Vale, Dalian Port seek to deepen ties after shipping ban
Thursday, 16 February 2012 | 11:00
China's Dalian Port said it was seeking more cooperation with Brazil's Vale, appearing to reach out to the world's largest iron ore producer after Beijing banned its giant ships from docking in China last month.
In a recent statement posted on its website, the northeastern port said it hopes to "further strengthen communication and continue to deepen cooperation to obtain a win-win situation" with Vale.
The statement followed a visit last week by Jose Martins, Vale's director for ferrous metals and strategy.
China is the world's largest iron ore importer, and Vale is spending billions of dollars on a fleet of giant ore carriers, called Valemaxes, to slash transport costs and speed up shipments to its top customer.
But the miner's plans have collided with stiff opposition from the influential China Shipowners' Association, which fears the mega vessels will harm the domestic shipping industry.
The association's protests led the transport ministry to ban in January the Valemaxes, and any other dry bulk ships that exceed 350,000 tonnes, from entering Chinese ports.
Dalian allowed the first, and so far only, Valemax to dock in the country on Dec. 28, but despite its apparent overtures, the port cannot overturn the ban on giant vessels without the permission of the Beijing government.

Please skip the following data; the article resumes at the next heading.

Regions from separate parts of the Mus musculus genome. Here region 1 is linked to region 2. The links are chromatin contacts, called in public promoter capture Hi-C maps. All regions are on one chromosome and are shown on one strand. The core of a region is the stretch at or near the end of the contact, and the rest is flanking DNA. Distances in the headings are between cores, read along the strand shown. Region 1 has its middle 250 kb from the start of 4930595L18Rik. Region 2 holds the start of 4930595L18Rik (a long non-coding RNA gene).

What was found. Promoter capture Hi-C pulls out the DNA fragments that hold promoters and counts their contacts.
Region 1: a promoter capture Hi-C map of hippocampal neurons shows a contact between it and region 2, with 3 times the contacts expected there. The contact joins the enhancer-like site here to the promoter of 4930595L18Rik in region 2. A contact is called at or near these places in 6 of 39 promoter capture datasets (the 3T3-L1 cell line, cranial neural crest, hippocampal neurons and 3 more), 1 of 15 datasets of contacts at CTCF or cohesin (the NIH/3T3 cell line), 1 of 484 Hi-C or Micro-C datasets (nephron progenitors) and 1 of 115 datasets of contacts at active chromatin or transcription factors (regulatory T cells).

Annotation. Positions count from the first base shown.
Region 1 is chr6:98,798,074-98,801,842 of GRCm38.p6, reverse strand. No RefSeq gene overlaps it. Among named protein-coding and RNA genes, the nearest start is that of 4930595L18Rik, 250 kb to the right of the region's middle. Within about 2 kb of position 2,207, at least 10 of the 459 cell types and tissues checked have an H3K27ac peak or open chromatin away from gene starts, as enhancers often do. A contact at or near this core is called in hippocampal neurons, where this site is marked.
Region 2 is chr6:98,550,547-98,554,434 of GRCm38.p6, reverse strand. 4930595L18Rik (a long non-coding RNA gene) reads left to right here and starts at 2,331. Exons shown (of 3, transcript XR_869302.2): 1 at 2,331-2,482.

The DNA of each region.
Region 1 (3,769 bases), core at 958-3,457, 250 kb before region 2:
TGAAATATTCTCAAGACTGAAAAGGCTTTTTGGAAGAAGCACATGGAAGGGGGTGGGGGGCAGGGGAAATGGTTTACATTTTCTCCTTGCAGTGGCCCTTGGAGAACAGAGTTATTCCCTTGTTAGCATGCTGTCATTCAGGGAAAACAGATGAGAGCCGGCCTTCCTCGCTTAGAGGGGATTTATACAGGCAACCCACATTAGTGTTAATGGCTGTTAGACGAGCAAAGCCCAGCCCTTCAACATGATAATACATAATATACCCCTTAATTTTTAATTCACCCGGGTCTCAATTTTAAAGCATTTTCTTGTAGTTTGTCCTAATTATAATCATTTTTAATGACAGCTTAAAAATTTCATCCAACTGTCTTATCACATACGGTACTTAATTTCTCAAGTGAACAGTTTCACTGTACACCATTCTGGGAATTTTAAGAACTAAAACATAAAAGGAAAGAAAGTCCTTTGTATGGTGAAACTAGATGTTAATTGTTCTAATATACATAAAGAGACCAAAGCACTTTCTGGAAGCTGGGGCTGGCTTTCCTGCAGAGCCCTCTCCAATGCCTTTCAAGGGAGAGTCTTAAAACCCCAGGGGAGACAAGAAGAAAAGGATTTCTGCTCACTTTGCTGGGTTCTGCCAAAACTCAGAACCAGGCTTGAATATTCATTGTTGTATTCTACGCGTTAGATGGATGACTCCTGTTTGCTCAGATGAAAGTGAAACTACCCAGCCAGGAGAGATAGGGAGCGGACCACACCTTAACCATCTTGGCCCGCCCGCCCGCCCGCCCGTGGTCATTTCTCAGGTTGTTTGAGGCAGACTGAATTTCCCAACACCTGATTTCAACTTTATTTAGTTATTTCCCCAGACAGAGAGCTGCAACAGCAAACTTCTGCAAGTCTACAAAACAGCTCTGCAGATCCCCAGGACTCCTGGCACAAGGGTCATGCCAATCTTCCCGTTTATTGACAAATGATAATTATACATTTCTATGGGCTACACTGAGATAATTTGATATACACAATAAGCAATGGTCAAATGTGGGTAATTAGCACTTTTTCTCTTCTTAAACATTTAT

Industry sources say the entry of Vale's 388,000-tonne Berge Everest was likely due to an administrative fluke at Dalian since the port was, at the time, able to bypass the central government for safety approvals.
In its statement, the port said it had upgraded facilities at its 300,000-tonne iron ore berth to meet "the requirements for large-sized vessels to dock as well as the needs for transshipment."
But the port did not give any details, and it remains unclear whether the Beijing government will allow it to receive vessels based on the upgraded capacity.
Vale is scheduled to start a transshipment iron ore distribution centre in the Philippines this week and is also building another terminal in Malaysia that would be ready by 2014, taking a more costly route to bring iron ore to China.
The miner is also ploughing ahead with its plans to build more Valemaxes.
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